Thursday, 4 October 2018

The Far-Left Reflect on Labour Party Conference

Cover of Krokodil magazine No 1 by I Malyutin.jpg

With Labour Conference well over it's reached that time of the week when the far-left can update their websites and publish their rags to vent their criticisms of all and sundry. With the Socialist Party (Militant) baying at the door to be let in Labour Party Marxists wrote: is good news that the SP has at last started to take Labour seriously. But obviously it needs to stop standing against any Labour candidates, including those who it says are “implementing savage cuts”.

and concluded that:

Our party should change its rules in order to end all bans and proscriptions, all of which were introduced by right wing leaders. It should indeed return to its founding principles – it needs to become a united front for the entire working class.

So the SP has found a friend "of sorts" to let them in.

Socialist Party logo

Militant, I mean the Socialist Party had it's own cross to bare:

The view of those around Corbyn and McDonnell is that in order to win government power they have to prevent a right wing split away. And in the run-up to conference, the mood music appeared to point in the direction of the right wing deciding to stay in the party for now.

They were more interested in the past which Dawn Butler MP had raised at the Labour Women's Conference where she praised the Liverpool Government, the Militant one where they sent out redundancy notices by taxi to their workforce. The comrades participated in Labour against the Witch Hunt fringe meeting:

On Sunday evening a number of us attended a 'Labour against the Witch Hunt' meeting. Tony Mulhearn, a Socialist Party member and one of the heroic 'Liverpool 47' - the councillors who defied Thatcher in the 1980s - was among the speakers. Tony drew a link between the Labour right's witch hunt against Militant supporters in the 1980s and the attacks led by the Blairites on Corbyn supporters today.

Meanwhile the big issue of the week was anti-Semitism. The leadership (other than Steptoe) went to great lengths to attack anti-Semitism and state it had no place in the party. The LPM had a different view:

....the absurdly titled session ‘Security at home and abroad’, which included the debate on Brexit – and Palestine. This session was, incredibly, chaired by NEC member Rhea Wolfson, a member of the pro-Zionist Jewish Labour Movement. She started the session by warning conference to stay away from “inward-looking debate which focuses on internal matters and NEC decisions. Please be careful about the language you use. Make everybody feel welcome and do not boo.”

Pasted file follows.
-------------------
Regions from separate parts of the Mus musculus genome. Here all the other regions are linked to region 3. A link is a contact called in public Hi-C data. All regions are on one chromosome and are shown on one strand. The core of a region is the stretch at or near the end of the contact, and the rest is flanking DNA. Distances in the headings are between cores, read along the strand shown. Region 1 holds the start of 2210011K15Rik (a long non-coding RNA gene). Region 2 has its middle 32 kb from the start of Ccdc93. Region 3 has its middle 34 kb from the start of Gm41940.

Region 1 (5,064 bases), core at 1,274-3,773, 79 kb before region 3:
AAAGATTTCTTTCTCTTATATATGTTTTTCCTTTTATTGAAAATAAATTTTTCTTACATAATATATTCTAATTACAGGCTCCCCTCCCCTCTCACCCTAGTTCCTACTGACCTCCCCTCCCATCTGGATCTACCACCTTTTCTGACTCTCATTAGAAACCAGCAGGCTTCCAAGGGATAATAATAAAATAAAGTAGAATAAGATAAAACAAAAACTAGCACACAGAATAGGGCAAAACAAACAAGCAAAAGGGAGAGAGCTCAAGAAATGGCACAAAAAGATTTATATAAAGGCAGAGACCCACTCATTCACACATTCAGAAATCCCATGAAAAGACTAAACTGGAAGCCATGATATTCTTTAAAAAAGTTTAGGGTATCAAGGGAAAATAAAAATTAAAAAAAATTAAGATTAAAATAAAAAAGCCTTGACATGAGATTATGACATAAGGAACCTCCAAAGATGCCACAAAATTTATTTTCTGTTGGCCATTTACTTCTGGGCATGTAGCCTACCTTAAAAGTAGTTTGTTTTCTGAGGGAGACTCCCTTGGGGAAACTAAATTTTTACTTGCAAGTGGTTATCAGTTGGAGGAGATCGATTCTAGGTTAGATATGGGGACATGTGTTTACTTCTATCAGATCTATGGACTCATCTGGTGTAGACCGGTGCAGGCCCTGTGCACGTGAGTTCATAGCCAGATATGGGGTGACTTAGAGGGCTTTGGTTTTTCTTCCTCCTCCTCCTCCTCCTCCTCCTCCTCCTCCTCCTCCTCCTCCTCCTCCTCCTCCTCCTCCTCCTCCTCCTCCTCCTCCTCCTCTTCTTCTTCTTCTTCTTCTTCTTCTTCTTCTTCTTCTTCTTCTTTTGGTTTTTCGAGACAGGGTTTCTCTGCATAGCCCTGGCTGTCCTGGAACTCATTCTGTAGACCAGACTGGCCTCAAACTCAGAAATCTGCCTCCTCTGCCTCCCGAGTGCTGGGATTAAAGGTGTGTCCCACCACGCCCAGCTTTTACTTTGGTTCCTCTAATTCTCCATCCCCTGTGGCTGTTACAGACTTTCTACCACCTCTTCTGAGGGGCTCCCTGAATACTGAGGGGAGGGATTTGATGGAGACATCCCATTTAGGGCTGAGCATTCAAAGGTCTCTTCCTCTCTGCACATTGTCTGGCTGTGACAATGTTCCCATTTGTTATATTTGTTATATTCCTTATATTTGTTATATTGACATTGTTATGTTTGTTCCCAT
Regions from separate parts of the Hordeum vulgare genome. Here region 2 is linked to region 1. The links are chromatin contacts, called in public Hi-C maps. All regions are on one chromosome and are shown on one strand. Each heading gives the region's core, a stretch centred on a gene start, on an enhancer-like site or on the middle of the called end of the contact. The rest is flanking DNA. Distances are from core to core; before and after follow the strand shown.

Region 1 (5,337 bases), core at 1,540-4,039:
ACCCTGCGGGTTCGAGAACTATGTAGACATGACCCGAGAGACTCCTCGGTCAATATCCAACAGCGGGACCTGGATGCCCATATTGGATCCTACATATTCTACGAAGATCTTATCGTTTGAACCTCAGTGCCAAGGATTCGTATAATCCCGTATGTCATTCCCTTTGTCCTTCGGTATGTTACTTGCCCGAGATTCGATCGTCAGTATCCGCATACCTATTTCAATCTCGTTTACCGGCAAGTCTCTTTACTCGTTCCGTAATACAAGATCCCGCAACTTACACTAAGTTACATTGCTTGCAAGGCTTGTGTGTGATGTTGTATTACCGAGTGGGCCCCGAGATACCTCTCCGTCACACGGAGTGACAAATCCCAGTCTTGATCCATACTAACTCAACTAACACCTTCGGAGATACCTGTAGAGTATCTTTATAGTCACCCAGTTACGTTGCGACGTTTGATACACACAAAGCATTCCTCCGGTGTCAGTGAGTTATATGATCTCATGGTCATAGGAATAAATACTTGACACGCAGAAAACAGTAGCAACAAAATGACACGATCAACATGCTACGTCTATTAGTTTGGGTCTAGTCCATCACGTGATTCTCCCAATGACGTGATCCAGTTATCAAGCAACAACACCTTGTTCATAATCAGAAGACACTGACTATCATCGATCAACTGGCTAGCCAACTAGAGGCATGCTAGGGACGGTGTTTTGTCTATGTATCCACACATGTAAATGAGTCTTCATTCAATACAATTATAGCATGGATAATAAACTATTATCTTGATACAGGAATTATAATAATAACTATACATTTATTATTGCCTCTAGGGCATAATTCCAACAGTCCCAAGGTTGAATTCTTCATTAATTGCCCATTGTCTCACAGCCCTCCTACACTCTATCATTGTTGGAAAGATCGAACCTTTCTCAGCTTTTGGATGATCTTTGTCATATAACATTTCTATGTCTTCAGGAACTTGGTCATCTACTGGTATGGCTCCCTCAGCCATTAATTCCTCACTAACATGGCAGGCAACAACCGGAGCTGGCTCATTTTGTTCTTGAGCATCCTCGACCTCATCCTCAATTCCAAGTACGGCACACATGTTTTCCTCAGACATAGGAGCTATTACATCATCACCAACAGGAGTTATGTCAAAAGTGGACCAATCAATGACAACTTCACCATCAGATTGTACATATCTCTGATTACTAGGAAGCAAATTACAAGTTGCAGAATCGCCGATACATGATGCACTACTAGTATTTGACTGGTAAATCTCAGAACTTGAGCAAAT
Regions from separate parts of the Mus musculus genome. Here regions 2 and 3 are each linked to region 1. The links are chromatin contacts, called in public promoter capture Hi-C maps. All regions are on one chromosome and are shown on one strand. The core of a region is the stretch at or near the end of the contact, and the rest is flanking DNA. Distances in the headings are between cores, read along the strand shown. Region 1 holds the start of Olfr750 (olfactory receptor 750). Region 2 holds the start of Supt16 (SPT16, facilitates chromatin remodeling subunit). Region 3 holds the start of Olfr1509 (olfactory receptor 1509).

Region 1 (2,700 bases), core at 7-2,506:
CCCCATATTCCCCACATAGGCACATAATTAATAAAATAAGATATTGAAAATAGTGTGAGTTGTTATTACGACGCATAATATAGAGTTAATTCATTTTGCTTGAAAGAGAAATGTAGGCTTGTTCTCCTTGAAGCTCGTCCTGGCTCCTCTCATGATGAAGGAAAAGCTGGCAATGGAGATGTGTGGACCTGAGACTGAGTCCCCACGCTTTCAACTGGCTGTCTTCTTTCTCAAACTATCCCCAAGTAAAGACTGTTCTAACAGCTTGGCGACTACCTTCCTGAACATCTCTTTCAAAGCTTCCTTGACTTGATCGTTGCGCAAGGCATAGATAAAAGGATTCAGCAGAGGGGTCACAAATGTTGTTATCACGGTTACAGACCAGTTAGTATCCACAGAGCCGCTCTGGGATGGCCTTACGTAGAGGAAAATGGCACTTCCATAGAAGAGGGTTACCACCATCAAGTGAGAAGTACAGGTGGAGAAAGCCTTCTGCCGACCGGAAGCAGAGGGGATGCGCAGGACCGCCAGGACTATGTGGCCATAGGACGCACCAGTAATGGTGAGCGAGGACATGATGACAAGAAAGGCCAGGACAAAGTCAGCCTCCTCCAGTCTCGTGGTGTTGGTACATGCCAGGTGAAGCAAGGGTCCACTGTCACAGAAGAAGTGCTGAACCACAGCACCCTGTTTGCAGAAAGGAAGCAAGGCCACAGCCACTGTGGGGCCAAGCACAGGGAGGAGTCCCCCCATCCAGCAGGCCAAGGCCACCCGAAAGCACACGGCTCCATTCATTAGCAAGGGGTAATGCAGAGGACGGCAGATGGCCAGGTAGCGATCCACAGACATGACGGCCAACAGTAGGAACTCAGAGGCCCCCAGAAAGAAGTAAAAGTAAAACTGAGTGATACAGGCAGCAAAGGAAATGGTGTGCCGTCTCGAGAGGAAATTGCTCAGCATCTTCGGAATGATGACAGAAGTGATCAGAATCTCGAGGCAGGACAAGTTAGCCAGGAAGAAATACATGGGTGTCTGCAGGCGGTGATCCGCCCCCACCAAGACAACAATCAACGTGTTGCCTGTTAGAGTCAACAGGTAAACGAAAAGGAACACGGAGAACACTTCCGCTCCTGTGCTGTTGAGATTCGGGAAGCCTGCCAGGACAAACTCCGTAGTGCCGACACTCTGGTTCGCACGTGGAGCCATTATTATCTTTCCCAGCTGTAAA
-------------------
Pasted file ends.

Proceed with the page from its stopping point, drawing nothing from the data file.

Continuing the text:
......Wolfson is not just a member of the JLM: she used her vote on the national executive committee (NEC) to send Jackie Walker to the national constitutional committee (which will in all likelihood expel her later in the year), pushed through the ‘working definition’ on Anti-Semitism by the International Holocaust Remembrance Alliance (IHRA)

WEDNESDAY full LPM 21-web-1

Incredibly they went on to attack pro-Corbyn MP Emily Thornberry:

Then came Thornberry’s already infamous conference speech – well-delivered, but playing hard and fast with working class history, using references to the International Brigades and the Anti-Nazi League to support the witch-hunt against many Corbyn supporters who have been accused of anti-Semitism (most of them falsely).

“There are sickening individuals on the fringes of our movement, who use our legitimate support for Palestine as a cloak and a cover for their despicable hatred of Jewish people, and their desire to see Israel destroyed. These people stand for everything that we have always stood against and they must be kicked out of our party, the same way Oswald Mosley was kicked out of Liverpool.”

Socialist Worker

The SWP rag Socialist Worker limited it's coverage of  labour Conference to just one main article in which they criticised Corbyn for not being left-wing enough and desired the building of a mob to overthrow capitalism:

The theme of his speech—rebuilding Britain” was often about what works for “the country”—a supposed shared interest between ordinary people and big businesses....

Winning the radically transformed economy that Corbyn promises can’t be done by seeking the permission of the bosses and the bankers. It means building a mass movement of resistance to challenge them.


One of the smaller groups inside the Labour Party had a much more responsible attitude to the rise of anti-Semitism, but they and the few others that agree with them are very much a minority within the far-left. 

Their newspaper published Diary of a Delegate in which the author asserted that:

These people are not just on the fringes of our movement. I sat just behind the honorable member for Derby North — a man who is happy to peddle the idea that the whole antisemitism issue is really a matter of it being “weaponised” by the right to harm Jeremy Corbyn. Extreme Holocaust denial may be on the fringes, but antisemitism in the form of wanting to see Israel destroyed, as shown by the chanting at Labour conference, is not.

In a disgusting attack “Labour Party Marxists” in their Red Pages bulletin took exception with Rhea Wolfson being allowed to chair the session on Palestine! She has pro-Palestinian views? Ah, she is a member of the Jewish Labour Movement and a Zionist! They raised no objections to anyone else chairing sessions.

That sort of dog-whistle antisemitism from LPM coupled with the glowing reception two members of Neturei Karta got when leafleting shows that some Labour members have a long way to go on managing to make solidarity with Palestinians without falling into the trap of antisemitic actions and views.

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